It looks like you're using an Ad Blocker.

Please white-list or disable in your ad-blocking tool.

Thank you.


Some features of ATS will be disabled while you continue to use an ad-blocker.


Help ATS via PayPal:
learn more

Is idealism positive or negative?

page: 1

log in


posted on Sep, 12 2015 @ 12:15 AM
First, the definition:

The practice of forming or pursuing ideals, especially unrealistically

Idealism is negative IMHO. It's one thing when it's just talk. I see lots of idealists on this forum but I know that most of them will not act on their idealism so I think that's fairly harmless. However, when idealism is put into action, that's when it gets ugly.


Muhammed married a six year old bride. But Islam has evolved in 1500 years. In Hamas land, in 2009, the brides are almost seven.

Mass Muslim Marriage

450 Grooms Wed GIRLS Under Ten In Gaza

A gala event has occurred in Gaza.

Hamas sponsored a mass wedding for four hundred and fifty couples. Most of the grooms were in their mid to late twenties; most of brides were under ten.
Link to article

Idealism caused the following.

11-year-old rape victim denied abortion gives birth in Paraguay

That girl had to risk her life to have a baby that she didn't want because of idealism. Because of idealism, both her life and the baby's life will probably be ruined.

Do you need more examples of how evil idealism can be?

Pol Pot

Why go on? The list is endless.
edit on 12-9-2015 by Profusion because: (no reason given)

posted on Sep, 12 2015 @ 12:19 AM
a reply to: Profusion

As an Idealistic Cynic, I believe you have to balance idealism with cynicism.

While it's nice to have ideas, at the same thing you have to see things realistically as well.

posted on Sep, 12 2015 @ 12:24 AM

originally posted by: starwarsisreal
a reply to: Profusion

As an Idealistic Cynic, I believe you have to balance idealism with cynicism.

While it's nice to have ideas, at the same thing you have to see things realistically as well.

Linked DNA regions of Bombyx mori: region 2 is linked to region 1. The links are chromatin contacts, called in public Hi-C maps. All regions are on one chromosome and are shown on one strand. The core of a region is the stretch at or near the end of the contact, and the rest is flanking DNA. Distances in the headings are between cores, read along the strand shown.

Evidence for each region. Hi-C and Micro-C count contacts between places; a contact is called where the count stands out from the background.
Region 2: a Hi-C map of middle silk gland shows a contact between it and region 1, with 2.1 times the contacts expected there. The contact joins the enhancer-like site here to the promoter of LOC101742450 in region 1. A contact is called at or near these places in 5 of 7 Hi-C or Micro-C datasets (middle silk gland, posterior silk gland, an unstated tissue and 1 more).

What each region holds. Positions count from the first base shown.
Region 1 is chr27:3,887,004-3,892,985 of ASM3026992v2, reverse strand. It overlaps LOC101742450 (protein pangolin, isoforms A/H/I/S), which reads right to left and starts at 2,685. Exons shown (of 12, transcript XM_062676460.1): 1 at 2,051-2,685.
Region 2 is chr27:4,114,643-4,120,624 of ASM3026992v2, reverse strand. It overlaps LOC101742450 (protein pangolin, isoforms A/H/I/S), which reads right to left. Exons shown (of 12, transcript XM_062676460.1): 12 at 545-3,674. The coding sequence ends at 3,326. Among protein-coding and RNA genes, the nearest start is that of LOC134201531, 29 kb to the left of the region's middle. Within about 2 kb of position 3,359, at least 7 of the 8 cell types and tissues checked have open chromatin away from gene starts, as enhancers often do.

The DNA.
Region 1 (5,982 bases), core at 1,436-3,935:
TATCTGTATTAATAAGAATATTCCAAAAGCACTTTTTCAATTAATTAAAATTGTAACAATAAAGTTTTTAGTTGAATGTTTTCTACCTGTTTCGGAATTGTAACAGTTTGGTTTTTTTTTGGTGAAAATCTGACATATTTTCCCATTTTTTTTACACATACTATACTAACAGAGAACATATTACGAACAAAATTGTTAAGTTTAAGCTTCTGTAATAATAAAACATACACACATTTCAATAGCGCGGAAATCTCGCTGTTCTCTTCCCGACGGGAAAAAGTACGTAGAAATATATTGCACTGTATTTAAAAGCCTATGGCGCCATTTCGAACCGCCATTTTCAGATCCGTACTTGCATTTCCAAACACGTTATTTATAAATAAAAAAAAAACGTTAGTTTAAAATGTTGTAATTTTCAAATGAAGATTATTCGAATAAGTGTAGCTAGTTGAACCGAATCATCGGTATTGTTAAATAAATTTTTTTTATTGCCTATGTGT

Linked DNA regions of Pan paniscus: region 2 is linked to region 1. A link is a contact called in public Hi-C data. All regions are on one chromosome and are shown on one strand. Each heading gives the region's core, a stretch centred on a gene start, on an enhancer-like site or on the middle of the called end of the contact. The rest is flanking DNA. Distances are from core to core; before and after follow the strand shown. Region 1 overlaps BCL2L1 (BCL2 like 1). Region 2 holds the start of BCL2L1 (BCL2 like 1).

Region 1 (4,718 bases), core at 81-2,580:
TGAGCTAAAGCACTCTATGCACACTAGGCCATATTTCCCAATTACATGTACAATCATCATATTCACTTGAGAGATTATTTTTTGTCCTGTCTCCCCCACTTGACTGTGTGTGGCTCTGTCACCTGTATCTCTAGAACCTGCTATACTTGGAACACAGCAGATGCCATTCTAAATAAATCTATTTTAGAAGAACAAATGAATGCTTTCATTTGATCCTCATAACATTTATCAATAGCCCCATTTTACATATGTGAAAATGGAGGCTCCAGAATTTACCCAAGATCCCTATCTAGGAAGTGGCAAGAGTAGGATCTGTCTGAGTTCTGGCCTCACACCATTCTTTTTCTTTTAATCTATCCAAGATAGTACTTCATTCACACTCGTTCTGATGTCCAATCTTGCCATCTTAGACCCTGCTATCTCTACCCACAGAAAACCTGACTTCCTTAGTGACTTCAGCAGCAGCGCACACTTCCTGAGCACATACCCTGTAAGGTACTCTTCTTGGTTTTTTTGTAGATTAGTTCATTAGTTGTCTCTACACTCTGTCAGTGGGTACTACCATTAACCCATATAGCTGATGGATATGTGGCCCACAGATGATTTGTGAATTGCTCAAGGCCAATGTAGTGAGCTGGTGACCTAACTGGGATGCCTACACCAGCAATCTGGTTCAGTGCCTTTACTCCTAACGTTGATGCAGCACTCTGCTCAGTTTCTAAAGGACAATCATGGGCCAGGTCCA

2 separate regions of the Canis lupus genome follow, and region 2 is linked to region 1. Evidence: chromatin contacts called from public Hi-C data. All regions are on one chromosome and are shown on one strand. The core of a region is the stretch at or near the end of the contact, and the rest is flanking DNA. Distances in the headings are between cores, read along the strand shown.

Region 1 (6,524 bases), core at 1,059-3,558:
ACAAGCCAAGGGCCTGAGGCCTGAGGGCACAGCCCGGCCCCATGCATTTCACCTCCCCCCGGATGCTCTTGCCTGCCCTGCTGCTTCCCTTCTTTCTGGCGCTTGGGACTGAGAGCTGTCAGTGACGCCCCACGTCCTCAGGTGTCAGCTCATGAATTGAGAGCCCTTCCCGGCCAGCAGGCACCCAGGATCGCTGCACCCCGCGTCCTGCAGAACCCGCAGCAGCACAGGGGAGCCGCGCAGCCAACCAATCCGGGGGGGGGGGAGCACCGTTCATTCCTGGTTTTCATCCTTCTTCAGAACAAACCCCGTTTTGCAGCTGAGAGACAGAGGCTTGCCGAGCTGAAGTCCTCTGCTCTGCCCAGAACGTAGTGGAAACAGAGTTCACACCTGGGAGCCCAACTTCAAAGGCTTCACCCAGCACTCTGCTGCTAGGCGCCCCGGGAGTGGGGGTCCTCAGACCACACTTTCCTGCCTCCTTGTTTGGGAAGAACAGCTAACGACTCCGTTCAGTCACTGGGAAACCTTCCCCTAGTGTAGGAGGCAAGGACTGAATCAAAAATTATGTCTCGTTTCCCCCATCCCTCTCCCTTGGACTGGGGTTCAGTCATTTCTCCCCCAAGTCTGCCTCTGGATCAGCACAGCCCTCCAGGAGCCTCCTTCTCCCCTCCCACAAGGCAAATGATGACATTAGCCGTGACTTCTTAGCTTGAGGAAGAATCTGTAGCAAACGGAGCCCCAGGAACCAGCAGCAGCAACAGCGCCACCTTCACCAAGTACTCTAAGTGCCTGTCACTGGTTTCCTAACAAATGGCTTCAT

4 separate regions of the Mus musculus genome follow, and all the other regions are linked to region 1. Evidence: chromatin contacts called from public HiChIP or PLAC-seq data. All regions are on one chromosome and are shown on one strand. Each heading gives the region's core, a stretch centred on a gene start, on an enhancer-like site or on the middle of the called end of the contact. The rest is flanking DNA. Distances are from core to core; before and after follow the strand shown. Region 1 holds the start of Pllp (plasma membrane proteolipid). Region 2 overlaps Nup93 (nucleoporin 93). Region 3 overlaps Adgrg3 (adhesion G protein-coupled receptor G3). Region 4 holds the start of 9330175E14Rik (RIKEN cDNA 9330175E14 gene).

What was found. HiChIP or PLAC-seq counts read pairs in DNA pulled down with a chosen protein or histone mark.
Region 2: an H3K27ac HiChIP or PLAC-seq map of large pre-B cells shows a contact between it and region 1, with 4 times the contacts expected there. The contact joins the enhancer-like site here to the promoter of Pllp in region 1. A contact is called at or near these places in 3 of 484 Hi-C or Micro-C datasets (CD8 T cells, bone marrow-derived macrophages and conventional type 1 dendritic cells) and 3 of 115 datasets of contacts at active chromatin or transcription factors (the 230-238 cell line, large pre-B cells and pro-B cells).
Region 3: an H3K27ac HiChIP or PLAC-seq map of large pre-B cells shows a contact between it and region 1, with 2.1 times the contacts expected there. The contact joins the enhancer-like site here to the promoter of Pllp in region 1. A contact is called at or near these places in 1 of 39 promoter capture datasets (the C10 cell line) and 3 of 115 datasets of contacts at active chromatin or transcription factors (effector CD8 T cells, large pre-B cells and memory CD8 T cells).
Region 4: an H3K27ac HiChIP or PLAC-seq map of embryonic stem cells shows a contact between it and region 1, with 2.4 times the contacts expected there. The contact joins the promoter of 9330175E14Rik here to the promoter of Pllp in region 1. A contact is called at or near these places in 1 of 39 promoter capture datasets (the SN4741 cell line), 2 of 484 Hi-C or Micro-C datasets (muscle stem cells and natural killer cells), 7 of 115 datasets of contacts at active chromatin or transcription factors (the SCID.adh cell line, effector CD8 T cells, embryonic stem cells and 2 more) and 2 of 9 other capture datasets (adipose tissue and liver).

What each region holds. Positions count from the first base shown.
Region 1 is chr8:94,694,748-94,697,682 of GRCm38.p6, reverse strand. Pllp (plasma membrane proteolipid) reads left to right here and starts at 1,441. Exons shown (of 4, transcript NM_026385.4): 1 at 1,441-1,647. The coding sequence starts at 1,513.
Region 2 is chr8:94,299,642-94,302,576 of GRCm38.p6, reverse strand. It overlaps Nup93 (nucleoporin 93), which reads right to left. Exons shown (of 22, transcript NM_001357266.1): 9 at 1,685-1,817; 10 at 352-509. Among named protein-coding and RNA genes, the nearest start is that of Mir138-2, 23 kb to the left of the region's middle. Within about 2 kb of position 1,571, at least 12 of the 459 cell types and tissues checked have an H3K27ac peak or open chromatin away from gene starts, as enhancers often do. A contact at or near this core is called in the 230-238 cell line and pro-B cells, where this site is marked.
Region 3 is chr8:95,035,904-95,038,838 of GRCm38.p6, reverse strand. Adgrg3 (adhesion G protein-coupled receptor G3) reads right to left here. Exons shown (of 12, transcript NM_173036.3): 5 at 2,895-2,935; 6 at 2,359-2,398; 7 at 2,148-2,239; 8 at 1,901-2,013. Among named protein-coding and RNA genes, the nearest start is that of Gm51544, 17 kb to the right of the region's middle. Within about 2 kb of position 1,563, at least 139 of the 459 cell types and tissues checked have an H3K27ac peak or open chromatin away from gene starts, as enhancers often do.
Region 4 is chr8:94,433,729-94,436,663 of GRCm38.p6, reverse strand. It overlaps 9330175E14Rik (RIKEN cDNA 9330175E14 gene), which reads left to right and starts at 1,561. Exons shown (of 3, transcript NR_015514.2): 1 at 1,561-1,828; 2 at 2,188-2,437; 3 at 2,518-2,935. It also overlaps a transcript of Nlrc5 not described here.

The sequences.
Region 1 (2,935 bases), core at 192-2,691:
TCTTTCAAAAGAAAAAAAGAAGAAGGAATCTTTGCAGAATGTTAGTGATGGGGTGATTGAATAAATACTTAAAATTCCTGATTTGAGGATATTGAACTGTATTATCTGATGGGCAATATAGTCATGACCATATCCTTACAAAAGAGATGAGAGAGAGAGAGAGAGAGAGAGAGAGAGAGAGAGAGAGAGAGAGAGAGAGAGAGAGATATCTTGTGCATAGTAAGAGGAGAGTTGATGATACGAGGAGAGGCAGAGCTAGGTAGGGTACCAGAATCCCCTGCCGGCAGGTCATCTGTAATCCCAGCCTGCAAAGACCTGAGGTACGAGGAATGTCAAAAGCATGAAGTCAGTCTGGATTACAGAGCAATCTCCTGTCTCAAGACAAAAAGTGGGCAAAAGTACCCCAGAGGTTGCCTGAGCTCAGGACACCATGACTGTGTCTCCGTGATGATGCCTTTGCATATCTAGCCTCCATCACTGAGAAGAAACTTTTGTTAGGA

There are lots of people that seem to be unable to see the difference between their personal truth and any absolute truth that may exist. That causes huge problems.

originally posted by: Profusion
Let's get definitions out of the way first.

I don't think there is a set definition of "personal truth." My interpretation is the following:

Personal truth is what someone has come to believe as "true" for them or to them through individual experiences or insights.

Solipsism has a fixed definition:

a theory in philosophy that your own existence is the only thing that is real or that can be known

I'm a believer in personal truth. I think it's a very real and useful concept. The problem I have is when people state personal truth as absolute truth. (Please don't argue in this thread about whether or not absolute truth exists. The people I'm discussing here obviously do believe that absolute truth exists so whether it exists in reality is a red herring in this thread in my opinion.)

When do you know that someone is stating personal truth as absolute truth? In my experience, that usually happens when someone discusses how their personal truth is equal to absolute truth. Let's say we're discussing the topic, "Are apples red?" A color blind person (suffering from protanopia) that demanded that their personal truth was absolute truth would assert that apples aren't red because they've never seen a red apple.